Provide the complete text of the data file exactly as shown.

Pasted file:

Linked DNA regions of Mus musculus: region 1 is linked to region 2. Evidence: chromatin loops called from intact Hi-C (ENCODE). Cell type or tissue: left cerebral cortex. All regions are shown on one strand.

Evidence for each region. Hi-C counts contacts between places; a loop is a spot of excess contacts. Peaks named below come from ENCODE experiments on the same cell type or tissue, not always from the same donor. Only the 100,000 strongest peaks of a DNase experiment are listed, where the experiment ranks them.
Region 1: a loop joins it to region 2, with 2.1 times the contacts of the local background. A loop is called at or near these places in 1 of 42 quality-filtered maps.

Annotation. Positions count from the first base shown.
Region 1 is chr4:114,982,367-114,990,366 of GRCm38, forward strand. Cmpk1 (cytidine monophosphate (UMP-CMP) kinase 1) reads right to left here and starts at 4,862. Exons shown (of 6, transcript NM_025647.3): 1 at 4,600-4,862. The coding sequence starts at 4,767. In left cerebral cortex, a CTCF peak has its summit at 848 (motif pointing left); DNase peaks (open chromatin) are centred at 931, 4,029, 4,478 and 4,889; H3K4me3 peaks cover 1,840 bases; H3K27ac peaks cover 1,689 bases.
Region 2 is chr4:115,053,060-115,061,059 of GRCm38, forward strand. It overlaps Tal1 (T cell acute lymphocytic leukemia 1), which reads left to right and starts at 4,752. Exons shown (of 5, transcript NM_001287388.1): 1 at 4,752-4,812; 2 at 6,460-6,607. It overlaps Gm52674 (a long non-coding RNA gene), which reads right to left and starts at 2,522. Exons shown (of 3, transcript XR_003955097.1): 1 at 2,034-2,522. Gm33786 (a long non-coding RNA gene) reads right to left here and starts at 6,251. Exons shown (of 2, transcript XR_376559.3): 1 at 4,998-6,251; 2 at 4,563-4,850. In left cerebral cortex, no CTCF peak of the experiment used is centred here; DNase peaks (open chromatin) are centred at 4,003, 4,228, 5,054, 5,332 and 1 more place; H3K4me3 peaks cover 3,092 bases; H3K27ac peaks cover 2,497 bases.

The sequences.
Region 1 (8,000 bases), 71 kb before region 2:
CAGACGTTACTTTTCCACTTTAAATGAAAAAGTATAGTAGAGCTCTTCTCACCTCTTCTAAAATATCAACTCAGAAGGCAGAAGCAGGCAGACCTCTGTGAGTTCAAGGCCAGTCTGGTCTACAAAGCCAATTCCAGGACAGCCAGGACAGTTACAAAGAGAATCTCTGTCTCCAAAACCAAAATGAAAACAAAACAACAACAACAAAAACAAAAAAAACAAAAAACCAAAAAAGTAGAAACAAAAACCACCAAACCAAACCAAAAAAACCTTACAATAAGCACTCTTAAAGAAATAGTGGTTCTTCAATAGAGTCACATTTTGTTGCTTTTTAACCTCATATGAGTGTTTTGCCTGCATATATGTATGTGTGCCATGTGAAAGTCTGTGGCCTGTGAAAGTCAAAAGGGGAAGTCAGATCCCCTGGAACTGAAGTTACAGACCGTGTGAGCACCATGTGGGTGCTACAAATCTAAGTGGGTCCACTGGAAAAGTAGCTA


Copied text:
Linked DNA regions of Mus musculus: region 1 is linked to region 2. Evidence: chromatin loops called from intact Hi-C (ENCODE). Cell type or tissue: left cerebral cortex. All regions are shown on one strand.

Evidence for each region. Hi-C counts contacts between places; a loop is a spot of excess contacts. Peaks named below come from ENCODE experiments on the same cell type or tissue, not always from the same donor. Only the 100,000 strongest peaks of a DNase experiment are listed, where the experiment ranks them.
Region 1: a loop joins it to region 2, with 2.1 times the contacts of the local background. A loop is called at or near these places in 1 of 42 quality-filtered maps.

Annotation. Positions count from the first base shown.
Region 1 is chr4:114,982,367-114,990,366 of GRCm38, forward strand. Cmpk1 (cytidine monophosphate (UMP-CMP) kinase 1) reads right to left here and starts at 4,862. Exons shown (of 6, transcript NM_025647.3): 1 at 4,600-4,862. The coding sequence starts at 4,767. In left cerebral cortex, a CTCF peak has its summit at 848 (motif pointing left); DNase peaks (open chromatin) are centred at 931, 4,029, 4,478 and 4,889; H3K4me3 peaks cover 1,840 bases; H3K27ac peaks cover 1,689 bases.
Region 2 is chr4:115,053,060-115,061,059 of GRCm38, forward strand. It overlaps Tal1 (T cell acute lymphocytic leukemia 1), which reads left to right and starts at 4,752. Exons shown (of 5, transcript NM_001287388.1): 1 at 4,752-4,812; 2 at 6,460-6,607. It overlaps Gm52674 (a long non-coding RNA gene), which reads right to left and starts at 2,522. Exons shown (of 3, transcript XR_003955097.1): 1 at 2,034-2,522. Gm33786 (a long non-coding RNA gene) reads right to left here and starts at 6,251. Exons shown (of 2, transcript XR_376559.3): 1 at 4,998-6,251; 2 at 4,563-4,850. In left cerebral cortex, no CTCF peak of the experiment used is centred here; DNase peaks (open chromatin) are centred at 4,003, 4,228, 5,054, 5,332 and 1 more place; H3K4me3 peaks cover 3,092 bases; H3K27ac peaks cover 2,497 bases.

The sequences.
Region 1 (8,000 bases), 71 kb before region 2:
CAGACGTTACTTTTCCACTTTAAATGAAAAAGTATAGTAGAGCTCTTCTCACCTCTTCTAAAATATCAACTCAGAAGGCAGAAGCAGGCAGACCTCTGTGAGTTCAAGGCCAGTCTGGTCTACAAAGCCAATTCCAGGACAGCCAGGACAGTTACAAAGAGAATCTCTGTCTCCAAAACCAAAATGAAAACAAAACAACAACAACAAAAACAAAAAAAACAAAAAACCAAAAAAGTAGAAACAAAAACCACCAAACCAAACCAAAAAAACCTTACAATAAGCACTCTTAAAGAAATAGTGGTTCTTCAATAGAGTCACATTTTGTTGCTTTTTAACCTCATATGAGTGTTTTGCCTGCATATATGTATGTGTGCCATGTGAAAGTCTGTGGCCTGTGAAAGTCAAAAGGGGAAGTCAGATCCCCTGGAACTGAAGTTACAGACCGTGTGAGCACCATGTGGGTGCTACAAATCTAAGTGGGTCCACTGGAAAAGTAGCTA